Motorcycle Accidents: The Cause Side of the Equation

In many ways, injury law comes down to a question of cause and effect.  Our San Francisco motorcycle accident attorney and his support team work diligently to determine (and prove) what caused the accident, the question of fault, and what has and will happen as a result, the question of damages.  The “effect” inquiry looks at both today and tomorrow, an especially complex inquiry in the case of the serious injuries or loss of life that are far too common in motorcycle accidents.  That is, however, a question for another day.  Today, we discusses the “cause” inquiry, the question of what happened in the moments before the crash, looking at a recent tragedy in San Ramon and the leading research on the cause of motorcycle accidents.  Ultimately, the cause and effect inquiries may be complex but our team is well-equipped to uncover the truth in order to help injured riders and grieving loved ones recover compensation for their losses.

Multi-Part San Ramon Accident Leaves Motorcycle Rider Dead

A multi-vehicle accident led to the death of a motorcycle rider in San Ramon on Monday.  CBS San Francisco reports that the crash occurred around 4:40 A.M. on Highway 680 South just past Bollinger Canyon Road.  The incident began when a Honda rear-ended a big-rig truck and the impact caused the Honda to spin before coming to a halt in the middle of lane three.  A motorcycle then struck the disabled vehicle and the 39-year-old rider was ejected.  Moments later, another big-rig truck hit both the motorcycle and the rider before catching aflame.  The motorcycle rider was pronounced dead at the scene.  CBS’s article does not note the status of any of the other individuals involved in the complex accident.

An Overview of Motorcyclist Injury and Fatality StatisticsmotorcycleC

According to the most recent National Highway Traffic Safety Administration (“NHTSA”) Motorcycles Traffic Safety Facts sheet, 4,668 riders died and some 88,000 motorcyclists were injured in traffic accidents nationwide in 2013.  While motorcycles made up only 3% of vehicles registered in the U.S. in 2013, motorcyclist fatalities accounted for a disproportionately large share of all traffic deaths at 14%.  Rider injuries were a more commensurate 4% of all traffic crash injuries.  The true disproportionality of motorcyclists’ share of both traffic deaths and injuries is evident when one considers that motorcycles travel accounted for merely 0.7% of all vehicle miles in 2013.  Taking these statistics together reveals that for every mile travelled motorcyclists were 26 times more likely than passenger car occupants to die and about 5 times more likely to be injured.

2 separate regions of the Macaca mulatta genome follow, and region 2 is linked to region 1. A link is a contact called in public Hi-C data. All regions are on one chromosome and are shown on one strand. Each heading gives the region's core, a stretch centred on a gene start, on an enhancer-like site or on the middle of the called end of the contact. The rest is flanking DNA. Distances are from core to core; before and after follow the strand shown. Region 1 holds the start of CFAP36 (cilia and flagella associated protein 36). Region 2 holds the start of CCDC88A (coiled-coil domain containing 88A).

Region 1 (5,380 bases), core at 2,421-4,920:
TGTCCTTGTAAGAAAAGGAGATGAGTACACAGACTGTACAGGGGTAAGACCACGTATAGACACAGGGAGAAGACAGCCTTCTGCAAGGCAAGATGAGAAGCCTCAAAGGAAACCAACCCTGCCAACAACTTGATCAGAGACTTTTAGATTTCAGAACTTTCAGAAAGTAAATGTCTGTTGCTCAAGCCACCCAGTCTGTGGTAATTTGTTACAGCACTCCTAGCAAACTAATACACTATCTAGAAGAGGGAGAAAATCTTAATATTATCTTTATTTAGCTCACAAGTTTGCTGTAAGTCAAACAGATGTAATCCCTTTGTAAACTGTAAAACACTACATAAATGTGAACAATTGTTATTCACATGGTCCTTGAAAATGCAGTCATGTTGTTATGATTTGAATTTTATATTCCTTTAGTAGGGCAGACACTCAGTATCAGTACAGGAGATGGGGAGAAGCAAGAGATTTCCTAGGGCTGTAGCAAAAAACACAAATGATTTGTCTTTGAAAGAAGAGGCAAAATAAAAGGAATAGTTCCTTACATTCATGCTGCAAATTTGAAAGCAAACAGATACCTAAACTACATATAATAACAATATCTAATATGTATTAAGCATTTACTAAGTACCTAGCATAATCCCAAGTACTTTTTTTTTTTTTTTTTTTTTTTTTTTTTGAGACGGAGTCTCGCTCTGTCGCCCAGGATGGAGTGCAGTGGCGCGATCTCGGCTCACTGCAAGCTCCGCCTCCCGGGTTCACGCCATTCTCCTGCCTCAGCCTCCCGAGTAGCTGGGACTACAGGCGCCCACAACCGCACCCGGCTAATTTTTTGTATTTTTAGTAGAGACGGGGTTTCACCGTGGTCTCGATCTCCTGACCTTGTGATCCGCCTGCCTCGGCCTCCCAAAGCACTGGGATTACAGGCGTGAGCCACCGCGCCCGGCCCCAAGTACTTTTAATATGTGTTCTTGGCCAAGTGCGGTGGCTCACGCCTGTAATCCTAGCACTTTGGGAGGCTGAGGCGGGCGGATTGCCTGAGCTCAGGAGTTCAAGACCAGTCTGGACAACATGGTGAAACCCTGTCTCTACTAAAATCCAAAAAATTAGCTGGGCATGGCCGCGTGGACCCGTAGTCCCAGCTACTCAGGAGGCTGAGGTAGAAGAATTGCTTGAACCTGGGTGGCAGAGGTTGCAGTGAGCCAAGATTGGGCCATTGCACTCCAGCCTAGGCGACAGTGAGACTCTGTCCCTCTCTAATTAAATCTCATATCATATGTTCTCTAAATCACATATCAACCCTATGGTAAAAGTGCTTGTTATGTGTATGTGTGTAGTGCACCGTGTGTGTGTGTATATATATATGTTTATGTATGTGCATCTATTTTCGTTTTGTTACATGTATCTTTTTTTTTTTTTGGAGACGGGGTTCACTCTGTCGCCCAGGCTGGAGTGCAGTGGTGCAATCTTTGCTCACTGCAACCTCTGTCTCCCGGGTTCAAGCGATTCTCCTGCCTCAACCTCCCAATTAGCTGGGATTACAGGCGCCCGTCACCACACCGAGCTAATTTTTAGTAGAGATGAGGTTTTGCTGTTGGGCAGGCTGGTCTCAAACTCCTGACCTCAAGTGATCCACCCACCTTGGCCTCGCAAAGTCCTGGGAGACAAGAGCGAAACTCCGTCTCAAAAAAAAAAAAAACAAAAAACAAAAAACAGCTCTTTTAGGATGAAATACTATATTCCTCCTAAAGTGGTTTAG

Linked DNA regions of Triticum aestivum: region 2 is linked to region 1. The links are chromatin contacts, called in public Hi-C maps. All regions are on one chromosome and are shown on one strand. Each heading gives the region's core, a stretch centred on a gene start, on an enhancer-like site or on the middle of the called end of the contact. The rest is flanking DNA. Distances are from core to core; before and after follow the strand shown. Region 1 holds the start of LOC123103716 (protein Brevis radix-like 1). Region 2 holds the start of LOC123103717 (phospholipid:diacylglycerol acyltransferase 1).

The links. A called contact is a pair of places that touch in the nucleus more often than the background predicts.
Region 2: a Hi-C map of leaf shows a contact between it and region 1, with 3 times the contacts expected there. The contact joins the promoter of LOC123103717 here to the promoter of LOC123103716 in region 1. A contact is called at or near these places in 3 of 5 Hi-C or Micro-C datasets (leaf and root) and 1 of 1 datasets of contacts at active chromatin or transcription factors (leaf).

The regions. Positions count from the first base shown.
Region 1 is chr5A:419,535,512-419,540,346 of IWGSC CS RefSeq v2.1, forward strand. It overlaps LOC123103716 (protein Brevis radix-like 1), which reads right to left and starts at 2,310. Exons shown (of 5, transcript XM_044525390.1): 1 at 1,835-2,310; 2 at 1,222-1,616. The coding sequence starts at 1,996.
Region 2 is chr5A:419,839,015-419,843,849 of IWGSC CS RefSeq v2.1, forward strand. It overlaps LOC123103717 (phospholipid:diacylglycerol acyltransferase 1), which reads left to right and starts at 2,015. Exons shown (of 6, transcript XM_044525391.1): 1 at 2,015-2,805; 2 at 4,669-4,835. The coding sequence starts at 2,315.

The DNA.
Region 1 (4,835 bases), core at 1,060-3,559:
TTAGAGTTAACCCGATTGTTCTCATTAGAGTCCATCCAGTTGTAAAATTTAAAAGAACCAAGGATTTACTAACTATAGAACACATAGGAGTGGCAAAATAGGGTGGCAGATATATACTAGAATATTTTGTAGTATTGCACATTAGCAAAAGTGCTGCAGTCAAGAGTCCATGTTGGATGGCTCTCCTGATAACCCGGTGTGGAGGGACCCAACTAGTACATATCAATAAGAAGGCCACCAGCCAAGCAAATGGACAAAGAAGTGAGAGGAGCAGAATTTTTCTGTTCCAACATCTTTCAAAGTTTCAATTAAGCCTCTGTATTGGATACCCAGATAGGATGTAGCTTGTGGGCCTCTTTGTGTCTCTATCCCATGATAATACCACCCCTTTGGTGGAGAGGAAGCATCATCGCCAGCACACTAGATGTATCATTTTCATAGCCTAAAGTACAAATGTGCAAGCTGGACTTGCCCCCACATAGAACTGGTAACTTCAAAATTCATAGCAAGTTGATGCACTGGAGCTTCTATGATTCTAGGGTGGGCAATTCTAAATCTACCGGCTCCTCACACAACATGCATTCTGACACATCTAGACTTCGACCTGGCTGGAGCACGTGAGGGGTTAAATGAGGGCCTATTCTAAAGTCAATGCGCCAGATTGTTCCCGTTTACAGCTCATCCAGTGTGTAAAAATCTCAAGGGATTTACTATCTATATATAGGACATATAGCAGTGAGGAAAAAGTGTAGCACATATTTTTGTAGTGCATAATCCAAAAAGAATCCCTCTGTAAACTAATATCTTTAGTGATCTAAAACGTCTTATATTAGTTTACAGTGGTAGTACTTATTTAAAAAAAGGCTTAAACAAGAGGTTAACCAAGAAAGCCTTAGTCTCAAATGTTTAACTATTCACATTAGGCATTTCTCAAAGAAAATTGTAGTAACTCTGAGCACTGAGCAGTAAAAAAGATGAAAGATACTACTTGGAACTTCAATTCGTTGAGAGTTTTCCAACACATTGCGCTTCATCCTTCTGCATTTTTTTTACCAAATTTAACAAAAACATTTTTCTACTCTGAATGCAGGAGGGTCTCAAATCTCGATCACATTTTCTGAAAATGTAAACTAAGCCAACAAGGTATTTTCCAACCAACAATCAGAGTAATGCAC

The Leading Causes of Motorcycle Accidents

There is surprisingly limited information about the cause of motorcycle accidents.  Although nearly three and a half decades old, a study from 1981 titled “Motorcycle Accident Cause Factors and Identification of Countermeasures, Volume 1: Technical Report” (known as “The Hurt Report” for its lead author) is still considered the most comprehensive, accurate, and relevant study of the issues.  A summary of findings appears on pages 416 through 419 and includes the following conclusions based on an in-depth review of motorcycle accident reports and actual accident scenes:

  • Approximately three-quarters of studied accidents involved a collision between a motorcycle and another vehicle, while around one-quarter were single-vehicle incidents.
  • In two-thirds of the multi-vehicle accidents, the driver of the other vehicle was responsible for causing the accident and had violated the right-of-way of the motorcycle.
  • The most predominant cause of the studied motorcycle accidents was the failure of motorists to see the motorcycle either at all or until it was too late to avoid a crash.
  • The most common configuration in the accidents involved an automobile making a left turn in front of a motorcycle that is traveling straight.
  • On the side of the motorcycle operator, insufficient attention was the most common factor contributing to an accident.

Complex Cases, Experienced Counsel

Although the Hurt Report helps identify some of the most common causes leading to motorcycle accidents, the reality is that cause is rarely a simple inquiry.  In many (if not most) accident cases, multiple factors combined to lead to the plaintiff’s injuries.  The San Ramon tragedy is one example of a real-life accident that involved several smaller accidents and countless decisions on the part of both the drivers and the rider.

Motorcycle accidents can feel overwhelming, especially when it is you or a loved one who was injured.  Rest assured that our accident team works on complex cases every day, including cases in which more than one person was at fault.  We know how to read accident reports and work with experts to determine the various factors that led to the crash(es) and we know how to prove fault in court.

A final note — If you are worried because you may have contributed to the crash, rest assured that the law does not demand perfection.  Cause is a complex inquiry, something that the law and our legal team understand.  California law allows injured people to recover money even if their own negligence contributed to the accident.  Call to learn more.

See Related Blog Posts:

Sharing the Road: Even the Safest Pedestrians and Motorcyclists Rely on Responsible Drivers

San Francisco/San Jose Motorcycle Lawyer on Overcoming Bias

(Image by Flicker user torbakhopper)

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